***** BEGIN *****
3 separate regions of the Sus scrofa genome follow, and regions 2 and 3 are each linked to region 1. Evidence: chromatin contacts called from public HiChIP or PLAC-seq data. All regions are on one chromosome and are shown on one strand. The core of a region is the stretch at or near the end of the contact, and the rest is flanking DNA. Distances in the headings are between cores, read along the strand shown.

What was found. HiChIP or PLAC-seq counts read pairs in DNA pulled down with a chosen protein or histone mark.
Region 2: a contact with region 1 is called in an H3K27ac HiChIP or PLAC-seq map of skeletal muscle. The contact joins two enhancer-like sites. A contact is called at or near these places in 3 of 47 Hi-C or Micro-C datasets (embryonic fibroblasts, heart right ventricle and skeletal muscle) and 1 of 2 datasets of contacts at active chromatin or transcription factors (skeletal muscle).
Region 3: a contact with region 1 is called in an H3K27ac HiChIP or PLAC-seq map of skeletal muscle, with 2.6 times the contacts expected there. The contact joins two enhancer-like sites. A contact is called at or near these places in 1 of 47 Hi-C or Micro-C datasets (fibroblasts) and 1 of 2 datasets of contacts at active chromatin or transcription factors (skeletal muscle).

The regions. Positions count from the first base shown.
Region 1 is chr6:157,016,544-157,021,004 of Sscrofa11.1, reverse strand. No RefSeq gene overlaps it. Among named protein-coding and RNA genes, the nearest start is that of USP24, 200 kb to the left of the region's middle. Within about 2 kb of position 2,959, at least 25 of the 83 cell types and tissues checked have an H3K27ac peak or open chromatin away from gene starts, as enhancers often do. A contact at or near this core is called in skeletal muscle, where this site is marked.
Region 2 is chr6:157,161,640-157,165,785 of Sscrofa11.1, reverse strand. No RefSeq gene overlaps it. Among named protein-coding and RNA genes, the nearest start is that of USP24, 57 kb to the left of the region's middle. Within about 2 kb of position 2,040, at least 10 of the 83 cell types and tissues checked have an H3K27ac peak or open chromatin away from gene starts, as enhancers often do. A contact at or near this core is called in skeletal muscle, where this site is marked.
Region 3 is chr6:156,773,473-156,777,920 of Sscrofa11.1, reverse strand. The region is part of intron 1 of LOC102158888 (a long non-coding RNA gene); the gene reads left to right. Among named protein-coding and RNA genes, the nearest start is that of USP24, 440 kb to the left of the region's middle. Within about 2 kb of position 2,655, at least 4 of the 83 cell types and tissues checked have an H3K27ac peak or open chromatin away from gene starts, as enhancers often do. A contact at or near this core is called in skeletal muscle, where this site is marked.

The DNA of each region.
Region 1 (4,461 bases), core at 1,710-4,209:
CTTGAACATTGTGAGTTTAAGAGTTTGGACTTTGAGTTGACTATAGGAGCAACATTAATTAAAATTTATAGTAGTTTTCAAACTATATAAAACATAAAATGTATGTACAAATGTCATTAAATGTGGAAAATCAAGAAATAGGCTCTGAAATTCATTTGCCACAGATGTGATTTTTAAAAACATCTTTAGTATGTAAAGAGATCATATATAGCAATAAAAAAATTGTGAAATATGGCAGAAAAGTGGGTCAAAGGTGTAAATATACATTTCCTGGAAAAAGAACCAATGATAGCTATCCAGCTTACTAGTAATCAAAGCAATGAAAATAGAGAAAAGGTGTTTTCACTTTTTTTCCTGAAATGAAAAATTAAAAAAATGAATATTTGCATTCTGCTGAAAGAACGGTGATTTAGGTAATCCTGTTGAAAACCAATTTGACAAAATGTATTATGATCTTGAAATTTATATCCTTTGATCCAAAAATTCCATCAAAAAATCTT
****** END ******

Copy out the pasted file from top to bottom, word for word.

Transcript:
3 separate regions of the Sus scrofa genome follow, and regions 2 and 3 are each linked to region 1. Evidence: chromatin contacts called from public HiChIP or PLAC-seq data. All regions are on one chromosome and are shown on one strand. The core of a region is the stretch at or near the end of the contact, and the rest is flanking DNA. Distances in the headings are between cores, read along the strand shown.

What was found. HiChIP or PLAC-seq counts read pairs in DNA pulled down with a chosen protein or histone mark.
Region 2: a contact with region 1 is called in an H3K27ac HiChIP or PLAC-seq map of skeletal muscle. The contact joins two enhancer-like sites. A contact is called at or near these places in 3 of 47 Hi-C or Micro-C datasets (embryonic fibroblasts, heart right ventricle and skeletal muscle) and 1 of 2 datasets of contacts at active chromatin or transcription factors (skeletal muscle).
Region 3: a contact with region 1 is called in an H3K27ac HiChIP or PLAC-seq map of skeletal muscle, with 2.6 times the contacts expected there. The contact joins two enhancer-like sites. A contact is called at or near these places in 1 of 47 Hi-C or Micro-C datasets (fibroblasts) and 1 of 2 datasets of contacts at active chromatin or transcription factors (skeletal muscle).

The regions. Positions count from the first base shown.
Region 1 is chr6:157,016,544-157,021,004 of Sscrofa11.1, reverse strand. No RefSeq gene overlaps it. Among named protein-coding and RNA genes, the nearest start is that of USP24, 200 kb to the left of the region's middle. Within about 2 kb of position 2,959, at least 25 of the 83 cell types and tissues checked have an H3K27ac peak or open chromatin away from gene starts, as enhancers often do. A contact at or near this core is called in skeletal muscle, where this site is marked.
Region 2 is chr6:157,161,640-157,165,785 of Sscrofa11.1, reverse strand. No RefSeq gene overlaps it. Among named protein-coding and RNA genes, the nearest start is that of USP24, 57 kb to the left of the region's middle. Within about 2 kb of position 2,040, at least 10 of the 83 cell types and tissues checked have an H3K27ac peak or open chromatin away from gene starts, as enhancers often do. A contact at or near this core is called in skeletal muscle, where this site is marked.
Region 3 is chr6:156,773,473-156,777,920 of Sscrofa11.1, reverse strand. The region is part of intron 1 of LOC102158888 (a long non-coding RNA gene); the gene reads left to right. Among named protein-coding and RNA genes, the nearest start is that of USP24, 440 kb to the left of the region's middle. Within about 2 kb of position 2,655, at least 4 of the 83 cell types and tissues checked have an H3K27ac peak or open chromatin away from gene starts, as enhancers often do. A contact at or near this core is called in skeletal muscle, where this site is marked.

The DNA of each region.
Region 1 (4,461 bases), core at 1,710-4,209:
CTTGAACATTGTGAGTTTAAGAGTTTGGACTTTGAGTTGACTATAGGAGCAACATTAATTAAAATTTATAGTAGTTTTCAAACTATATAAAACATAAAATGTATGTACAAATGTCATTAAATGTGGAAAATCAAGAAATAGGCTCTGAAATTCATTTGCCACAGATGTGATTTTTAAAAACATCTTTAGTATGTAAAGAGATCATATATAGCAATAAAAAAATTGTGAAATATGGCAGAAAAGTGGGTCAAAGGTGTAAATATACATTTCCTGGAAAAAGAACCAATGATAGCTATCCAGCTTACTAGTAATCAAAGCAATGAAAATAGAGAAAAGGTGTTTTCACTTTTTTTCCTGAAATGAAAAATTAAAAAAATGAATATTTGCATTCTGCTGAAAGAACGGTGATTTAGGTAATCCTGTTGAAAACCAATTTGACAAAATGTATTATGATCTTGAAATTTATATCCTTTGATCCAAAAATTCCATCAAAAAATCTT